The Capitol Steps – Take The Money and Run for President

Musicals & Film Soundtracks

Irving Berlin – Irving Berlin’s Annie Get Your Gun: The New Broadway Cast Recording
Laurence O’Keefe – Bat Boy : The Musical
Jule Styne – Bells Are Ringing
Betty – Betty Rules
Galt MacDermot & Bill Dumaresq – The Human Comedy: A Modern Opera

Frank Wildhorn – Jekyll & Hyde : The Musical
Various Artists – Repo Man: Music from the Original Motion Picture Soundtrack
Marvin Hamlisch – Sweet Smell of Success
Boy George – Taboo: Original London Cast
Boy George – Taboo: Original Broadway Cast
Jeanine Tesori – Thoroughly Modern Millie
Michael John LaChiusa – The Wild Party

Folk / World Music

Natalie MacMaster & Donnell Leahy – One

New CDs added in July!

New CDs for July 2017

Orchestral Music

Ernest Bloch – America (An Epic Rhapsody)
Margaret Brouwer – Orchestral and Percussion Music

Bloch - America

Diana Cotoman – Symphonie No. 1
Diana Cotoman – Symphonie No. 2
Diana Cotoman – Tableaux & Poemes
Frederick Delius – Appalachia / The Song of the High Hills
Henri Dutilleux – Metaboles / The Shadows of Time
Henri Dutilleux – Symphony No. 2

Delius - Appalachia

G.F. Handel – Water Music / Music for the Royal Fireworks
Hans Werner Henze – Drei sinfonische eduden / Quattro poemi / Nachstucke und arien / La selva incantata
Hans Wener Henze – Ode to the West Wind / Five Neapolitan Songs / Three Dithyrambs
Vincent D’Indy – Jour d’ete a la montagne, Op. 61 & Symphonie sur un chant montagnard “Chevenole”, Op. 25
King’s Consort – The Coronation of King George II
Olivier Messiaen – Turangali^la symphony
Christopher Rouse – Odna Zhizn / Symphonies Nos. 3 & 4 / Prospero’s Rooms
Bright Sheng – The Phoenix

Bright Sheng - The Phoenix

Chamber Music and Concertos

Martha Argerich – Debut Recital: Chopin, Brahms, Liszt, Ravel, Prokofiev
Ludwig van Beethoven – Bearbeitungen Fur Blaser
Ludwig van Beethoven – Legacy: The Spirit of Beethoven – Gwendolyn Mok
Ludwig van Beethoven – Sonatas for Violin and Piano
Ebb & Flow Arts – Explorations

Martha Argerich

Soovin Kim; Jeremy Denk; Jupiter String Quartet – Concert in D Major; Chausson / Sonata No. 1 in A Major; Faure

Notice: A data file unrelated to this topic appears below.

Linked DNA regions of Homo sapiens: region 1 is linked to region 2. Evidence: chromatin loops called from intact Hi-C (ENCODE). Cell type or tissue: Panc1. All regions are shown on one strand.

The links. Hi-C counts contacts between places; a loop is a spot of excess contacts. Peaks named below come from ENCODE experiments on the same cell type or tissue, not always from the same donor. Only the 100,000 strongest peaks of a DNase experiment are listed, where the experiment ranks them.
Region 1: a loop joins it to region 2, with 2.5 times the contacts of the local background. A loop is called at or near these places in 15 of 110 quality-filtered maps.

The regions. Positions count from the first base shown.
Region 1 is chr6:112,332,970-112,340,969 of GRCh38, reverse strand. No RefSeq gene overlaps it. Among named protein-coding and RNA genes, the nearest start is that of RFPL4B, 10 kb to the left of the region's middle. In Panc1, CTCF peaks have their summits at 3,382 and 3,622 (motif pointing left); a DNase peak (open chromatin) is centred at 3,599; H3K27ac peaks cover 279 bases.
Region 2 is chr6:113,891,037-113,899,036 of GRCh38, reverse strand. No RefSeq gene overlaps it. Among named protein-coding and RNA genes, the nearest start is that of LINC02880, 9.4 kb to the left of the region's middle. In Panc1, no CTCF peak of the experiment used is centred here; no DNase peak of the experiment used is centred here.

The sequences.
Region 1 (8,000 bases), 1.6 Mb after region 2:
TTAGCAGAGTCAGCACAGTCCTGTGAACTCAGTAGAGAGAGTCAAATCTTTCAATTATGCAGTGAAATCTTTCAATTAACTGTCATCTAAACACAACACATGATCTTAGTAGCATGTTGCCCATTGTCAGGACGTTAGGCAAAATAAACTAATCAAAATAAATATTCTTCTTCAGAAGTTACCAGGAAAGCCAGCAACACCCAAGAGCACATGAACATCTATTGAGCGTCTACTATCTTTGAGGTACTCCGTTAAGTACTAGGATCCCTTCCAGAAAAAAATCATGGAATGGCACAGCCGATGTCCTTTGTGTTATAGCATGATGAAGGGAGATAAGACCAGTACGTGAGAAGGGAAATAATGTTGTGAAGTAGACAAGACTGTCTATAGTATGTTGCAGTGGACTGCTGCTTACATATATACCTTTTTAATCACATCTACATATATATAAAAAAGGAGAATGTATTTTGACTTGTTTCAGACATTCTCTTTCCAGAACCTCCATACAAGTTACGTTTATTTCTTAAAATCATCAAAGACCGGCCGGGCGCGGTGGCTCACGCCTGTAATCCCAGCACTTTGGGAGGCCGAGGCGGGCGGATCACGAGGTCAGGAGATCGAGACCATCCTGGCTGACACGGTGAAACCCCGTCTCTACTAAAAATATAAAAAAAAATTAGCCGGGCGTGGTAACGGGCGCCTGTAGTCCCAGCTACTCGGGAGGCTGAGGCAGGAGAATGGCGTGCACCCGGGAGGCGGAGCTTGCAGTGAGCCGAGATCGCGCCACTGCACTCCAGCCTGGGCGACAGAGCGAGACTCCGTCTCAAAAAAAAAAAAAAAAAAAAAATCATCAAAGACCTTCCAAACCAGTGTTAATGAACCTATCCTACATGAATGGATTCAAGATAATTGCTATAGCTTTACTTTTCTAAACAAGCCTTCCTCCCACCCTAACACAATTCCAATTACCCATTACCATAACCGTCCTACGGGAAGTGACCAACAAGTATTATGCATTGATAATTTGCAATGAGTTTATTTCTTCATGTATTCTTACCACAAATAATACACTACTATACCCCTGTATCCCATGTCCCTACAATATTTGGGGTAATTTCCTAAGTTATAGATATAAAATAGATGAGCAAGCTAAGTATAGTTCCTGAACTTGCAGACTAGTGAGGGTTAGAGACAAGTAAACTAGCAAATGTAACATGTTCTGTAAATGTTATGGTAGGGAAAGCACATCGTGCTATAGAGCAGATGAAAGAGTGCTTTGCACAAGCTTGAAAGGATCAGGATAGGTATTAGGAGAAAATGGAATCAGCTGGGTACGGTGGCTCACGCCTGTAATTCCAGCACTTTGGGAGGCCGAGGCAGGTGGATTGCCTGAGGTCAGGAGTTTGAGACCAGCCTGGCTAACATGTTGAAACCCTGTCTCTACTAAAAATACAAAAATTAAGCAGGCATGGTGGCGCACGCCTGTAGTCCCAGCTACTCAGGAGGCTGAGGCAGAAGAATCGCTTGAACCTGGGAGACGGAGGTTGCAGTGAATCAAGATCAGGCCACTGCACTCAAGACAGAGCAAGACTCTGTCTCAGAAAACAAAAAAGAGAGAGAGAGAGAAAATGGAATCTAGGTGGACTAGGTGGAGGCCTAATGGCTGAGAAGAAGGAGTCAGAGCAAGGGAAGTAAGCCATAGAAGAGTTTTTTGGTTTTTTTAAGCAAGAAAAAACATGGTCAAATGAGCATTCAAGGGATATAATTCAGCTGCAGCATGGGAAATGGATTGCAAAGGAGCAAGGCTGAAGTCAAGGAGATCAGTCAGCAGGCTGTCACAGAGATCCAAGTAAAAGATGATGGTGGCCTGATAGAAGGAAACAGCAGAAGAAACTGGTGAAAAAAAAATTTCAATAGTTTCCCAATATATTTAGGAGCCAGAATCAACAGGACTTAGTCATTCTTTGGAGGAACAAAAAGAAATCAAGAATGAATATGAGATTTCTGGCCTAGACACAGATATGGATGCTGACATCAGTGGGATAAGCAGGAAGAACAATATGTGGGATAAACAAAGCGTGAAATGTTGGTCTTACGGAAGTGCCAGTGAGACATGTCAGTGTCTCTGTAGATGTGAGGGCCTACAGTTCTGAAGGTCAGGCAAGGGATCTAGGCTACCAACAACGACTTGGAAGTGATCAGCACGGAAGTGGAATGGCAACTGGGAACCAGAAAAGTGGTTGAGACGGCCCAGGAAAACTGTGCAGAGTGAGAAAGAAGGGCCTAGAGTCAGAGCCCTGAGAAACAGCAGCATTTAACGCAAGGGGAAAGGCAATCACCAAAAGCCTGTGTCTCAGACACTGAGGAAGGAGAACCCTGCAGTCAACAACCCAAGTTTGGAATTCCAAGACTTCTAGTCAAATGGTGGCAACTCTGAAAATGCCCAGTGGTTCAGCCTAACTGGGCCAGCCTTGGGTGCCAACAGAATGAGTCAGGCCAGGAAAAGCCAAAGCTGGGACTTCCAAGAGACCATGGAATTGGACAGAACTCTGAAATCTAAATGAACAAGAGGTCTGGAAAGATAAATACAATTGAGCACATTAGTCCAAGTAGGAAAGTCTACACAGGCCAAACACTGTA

Steven Mackey – Banana Dump Truck: Music of Steven Mackey
Sphinx Virtuosi – Live in Concert
Richard Strauss – Violin Concerto / Sonata in Eb
Charles Wuorinen – Ashberyana / Fenton Songs
Ellen Taaffe Zwilich – Violin Concerto / Rituals

Banana Dump Truck

Popular Music

The Chainsmokers – Bouquet
Kaia Kater – Nine Pin
Josh Ritter – Sermon on the Rocks

Chainsmokers - Bouquet

Duncan Sheik – Legerdemain
Various artists – Tamla Motwon : Connoisseurs
Suzanne Vega – Tales from the Realm of the Queen of Pentacles

Tamla Motown

Band Music

Thomas Coates – Thomas Coates : The Father of Band Music in America

Thomas Coates

Cantatas, Choruses, Operas and Oratorios

J.S. Bach – St. Mark Passion
Felix Mendelssohn Bartholdy – Psalmen un Moetetten / Oratorium Christus Op. 97
Ludwig van Beethoven – Fidelio
Ludwig van Beethoven – Missa Solemnis
George Frideric Handel – Amor e gelosia : Operatic Arias
George Frideric Handel – Delirio : Italian Cantatas
George Frideric Handel – Rinaldo

Handel - Rinaldo

Witold Lutoslawski – Twenty Polish Christmas Carols
Musica Ficta – Danske julesalmer og sange
Ariel Ramirez – Missa Criolla / Navidad Nuestra
Paul Schoenfield – Concerto for Violin & Orchestra / Four Motets / The Merchant and the Pauper (excerpts)
John Tavener – Lament for Jerusalem
Kurt Weill – The Seven Deadly Sins

Musica Ficta

Jazz

Seamus Blake & Chris Cheek with Reeds Ramble – Let’s Call The Whole Thing Off
Jane Ira Bloom – Early Americans
Avishai Cohen – Into The Silence
The Cookers – The Call of the Wild and Peaceful Heart

Cookers - Call of the Wild

Fred Hersch Trio – Alive at the Vanguard
Harold Lopez-Nussa – El Viaje
Joe Mulholland Trio – Runaway Train

Harold Lopez-Nussa El Viaje-1

Musicals & Film Music

City of Prague Philharmonic – Psycho : The Essential Alfred Hitchcock
Osvaldo Golijov – Youth Without Youth : Original Motion Picture Soundtrack
Maury Yeston – Titanic : A New Musical

Psycho: The Essential Alfred Hitchcock

World / Folk Music

Sheila Chandra – Monsoon
Maarja Nuut – Une meeles = In the hold of a dream
Various Artists – Why The Mountains Are Black : Primeval Greek Village Music : 1907-1960
Various Artists – Women of Africa

Women of Africa